Even more challenging if not controversial will be answering section 6 of the draft form. This deals with situations where the acquisition of a target occurs in a structured bidding process. It is not limited to privatizations but covers every private sector transaction meeting the FSR notification thresholds which is organized through a bidding process. In such a situation, and possibly even prior to submitting the final and binding bid in a bidding process, the notifying party has not only to provide a “detailed description of the bidding process” but also to indicate “how many other candidates were contacted” and how many of those candidates “expressed an interest” and provide “a detailed description of the profile of each of the other candidates” in the bidding process. Moreover, they have to “indicate how many letters of intent and non-binding offers were received and from whom”. More information is requested on the basis of the due diligence carried out and corresponding reports and evaluations have to be provided.
Well, does this really look like a thought through concept?
While it is understandable that the Commission may appreciate this kind of information, why does it require it to be provided by the notifying party? It is odd because, under the general competition rules, the notifying party is not even supposed to know what the other bidders are doing, or even to know whether there are other bidders at all and how many. Hence, section 6 requires the party to rely on (i) (a dearth of) information in the public domain (if any), or (ii) mere conjecture. Alternatively, (iii) it may need to negotiate a clause in pre-SPA documents, such as NDAs or the like, for the seller to make this information available. But will the seller be prepared to agree to such a clause? Will the seller even be allowed to do that under Article 101 TFEU? In any event, this burdensome provision will put non-EU bidders which need to submit a filing under the FSR at an unfair disadvantage. Is that an intended consequence of section 6? Probably – and hopefully – not – but that does not solve the problem. If section 6 is not reduced in scope following the consultation, the Commission may still deal with this issue “pragmatically” as already indicated in recital 9(a) of the form, whereby waivers may be granted by the Commission in a situation where the notifying party(ies) “indicate where any of the requested information that is unavailable could be obtained by the Commission”. This way of proceeding would not be unprecedented, and it is also used by the Commission under the EUMR in situations of a hostile takeover where certain information from the seller and the target can only be obtained through an RFI addressed to them directly.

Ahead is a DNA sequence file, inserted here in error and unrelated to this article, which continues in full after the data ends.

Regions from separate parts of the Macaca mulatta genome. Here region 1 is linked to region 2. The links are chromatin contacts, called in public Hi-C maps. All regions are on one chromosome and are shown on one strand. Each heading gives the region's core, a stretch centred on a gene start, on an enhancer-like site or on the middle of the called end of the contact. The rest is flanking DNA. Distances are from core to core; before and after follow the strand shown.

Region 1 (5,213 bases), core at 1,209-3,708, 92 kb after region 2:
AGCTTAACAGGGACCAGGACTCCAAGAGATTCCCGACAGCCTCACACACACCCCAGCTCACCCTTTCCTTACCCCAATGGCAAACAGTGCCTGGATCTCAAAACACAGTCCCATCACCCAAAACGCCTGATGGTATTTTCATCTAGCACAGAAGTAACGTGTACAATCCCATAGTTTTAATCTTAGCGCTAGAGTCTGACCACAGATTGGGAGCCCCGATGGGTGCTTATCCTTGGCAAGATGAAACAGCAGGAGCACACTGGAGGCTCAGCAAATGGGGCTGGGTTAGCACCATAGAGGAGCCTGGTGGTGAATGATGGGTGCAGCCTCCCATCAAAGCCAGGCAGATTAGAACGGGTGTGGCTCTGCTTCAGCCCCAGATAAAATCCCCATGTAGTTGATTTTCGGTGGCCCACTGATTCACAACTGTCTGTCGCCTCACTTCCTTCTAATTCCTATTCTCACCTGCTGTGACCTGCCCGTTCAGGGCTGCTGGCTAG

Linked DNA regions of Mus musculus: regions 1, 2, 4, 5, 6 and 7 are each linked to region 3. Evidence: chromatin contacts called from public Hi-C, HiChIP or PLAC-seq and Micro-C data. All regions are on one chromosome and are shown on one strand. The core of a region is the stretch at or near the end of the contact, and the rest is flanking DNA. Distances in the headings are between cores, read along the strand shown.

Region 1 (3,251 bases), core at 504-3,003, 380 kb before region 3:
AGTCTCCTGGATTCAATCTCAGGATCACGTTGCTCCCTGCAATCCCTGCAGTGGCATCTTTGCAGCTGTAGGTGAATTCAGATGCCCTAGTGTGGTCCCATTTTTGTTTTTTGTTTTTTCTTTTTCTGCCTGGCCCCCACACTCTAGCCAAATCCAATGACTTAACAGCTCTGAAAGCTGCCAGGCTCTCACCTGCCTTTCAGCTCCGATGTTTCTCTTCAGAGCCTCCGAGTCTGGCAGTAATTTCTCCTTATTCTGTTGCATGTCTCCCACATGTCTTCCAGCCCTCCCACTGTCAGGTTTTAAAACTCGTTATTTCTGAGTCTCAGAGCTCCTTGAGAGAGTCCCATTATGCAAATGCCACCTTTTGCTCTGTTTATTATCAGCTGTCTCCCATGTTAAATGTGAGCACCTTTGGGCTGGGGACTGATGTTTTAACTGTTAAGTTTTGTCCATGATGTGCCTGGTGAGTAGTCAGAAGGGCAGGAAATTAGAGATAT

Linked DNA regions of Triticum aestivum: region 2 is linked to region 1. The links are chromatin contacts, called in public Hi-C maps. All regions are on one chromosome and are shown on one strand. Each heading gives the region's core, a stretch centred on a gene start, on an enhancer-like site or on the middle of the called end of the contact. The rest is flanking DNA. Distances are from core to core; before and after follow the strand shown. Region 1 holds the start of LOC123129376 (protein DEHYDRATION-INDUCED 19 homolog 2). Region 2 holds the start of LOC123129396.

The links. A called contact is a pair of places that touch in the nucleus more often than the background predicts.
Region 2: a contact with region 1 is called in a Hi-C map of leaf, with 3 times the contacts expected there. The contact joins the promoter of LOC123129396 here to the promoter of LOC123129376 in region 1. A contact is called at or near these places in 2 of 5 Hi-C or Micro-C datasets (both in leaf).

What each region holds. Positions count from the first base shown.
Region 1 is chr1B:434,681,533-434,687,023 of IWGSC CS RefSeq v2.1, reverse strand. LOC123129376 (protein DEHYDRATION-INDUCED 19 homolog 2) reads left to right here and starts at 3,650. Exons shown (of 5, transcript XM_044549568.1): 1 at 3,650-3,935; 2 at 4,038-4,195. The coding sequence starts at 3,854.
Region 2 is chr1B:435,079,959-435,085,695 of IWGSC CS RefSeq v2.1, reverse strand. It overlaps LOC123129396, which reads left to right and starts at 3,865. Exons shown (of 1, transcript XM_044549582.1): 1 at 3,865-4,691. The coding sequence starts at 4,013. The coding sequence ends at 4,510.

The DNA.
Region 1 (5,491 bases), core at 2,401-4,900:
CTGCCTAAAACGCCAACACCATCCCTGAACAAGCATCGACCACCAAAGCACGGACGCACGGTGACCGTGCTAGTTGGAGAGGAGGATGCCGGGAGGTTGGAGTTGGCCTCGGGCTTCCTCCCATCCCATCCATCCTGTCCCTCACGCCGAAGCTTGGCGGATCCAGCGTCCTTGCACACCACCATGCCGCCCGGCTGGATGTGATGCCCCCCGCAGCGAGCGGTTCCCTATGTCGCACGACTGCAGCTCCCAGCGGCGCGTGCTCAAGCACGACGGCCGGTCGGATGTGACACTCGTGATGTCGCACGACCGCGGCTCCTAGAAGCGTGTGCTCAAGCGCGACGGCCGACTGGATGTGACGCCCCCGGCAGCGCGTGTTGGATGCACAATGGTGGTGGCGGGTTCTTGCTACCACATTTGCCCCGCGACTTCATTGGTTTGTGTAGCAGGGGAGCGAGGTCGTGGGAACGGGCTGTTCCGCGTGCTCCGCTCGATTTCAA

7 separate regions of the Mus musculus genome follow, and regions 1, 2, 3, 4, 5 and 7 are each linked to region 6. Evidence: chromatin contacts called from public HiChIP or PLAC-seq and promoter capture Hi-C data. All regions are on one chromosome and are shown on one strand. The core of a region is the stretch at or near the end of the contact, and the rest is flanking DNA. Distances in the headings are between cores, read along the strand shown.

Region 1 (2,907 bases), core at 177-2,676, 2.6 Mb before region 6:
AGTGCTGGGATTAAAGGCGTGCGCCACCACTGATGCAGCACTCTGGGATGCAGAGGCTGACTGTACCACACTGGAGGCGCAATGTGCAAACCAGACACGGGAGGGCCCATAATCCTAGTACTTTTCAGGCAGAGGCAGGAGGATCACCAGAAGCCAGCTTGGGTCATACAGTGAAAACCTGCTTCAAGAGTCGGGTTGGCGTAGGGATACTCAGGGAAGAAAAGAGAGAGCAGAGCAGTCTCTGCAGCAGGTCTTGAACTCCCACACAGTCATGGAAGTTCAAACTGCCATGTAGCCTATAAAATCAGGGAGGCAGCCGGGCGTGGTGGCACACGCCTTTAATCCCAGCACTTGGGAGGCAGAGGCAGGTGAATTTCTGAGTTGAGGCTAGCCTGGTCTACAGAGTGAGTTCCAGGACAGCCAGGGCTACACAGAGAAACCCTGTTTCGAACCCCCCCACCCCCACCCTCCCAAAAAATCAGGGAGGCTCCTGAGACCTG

Nonetheless, this would sound like bad news to bidders subject to the FSR who – unlike bidders not subject to the FSR – will depend on the goodwill of the Commission to obtain such a waiver and, of course, this information will most likely be kept confidential by the Commission. That notifying party will then be faced with a kind of in-camera process where the Commission takes its decision on the basis of information that is not disclosed to the notifying party.
So, in conclusion, the application of the FSR, both in terms of the scope of the foreign financial contributions to be listed under section 5 and the bidding market information requested under section 6, will require a lot of pragmatism on the part of the Commission, which may well be forthcoming in most cases, but perhaps not in all. This would then raise an issue of fairness and, quite frankly, also the question why the EU legislator would enact a law which, in order for it to be reasonably applied, relies on the authority exercising a certain pragmatism (which inherently introduces an element of arbitrariness) from the start?
Merit Olthoff is a lawyer and partner at Freshfields Bruckhaus Deringer in Brussels. Prof. Dr. Thomas Lübbig is a lawyer and Of counsel at Freshfields Bruckhaus Deringer in Berlin.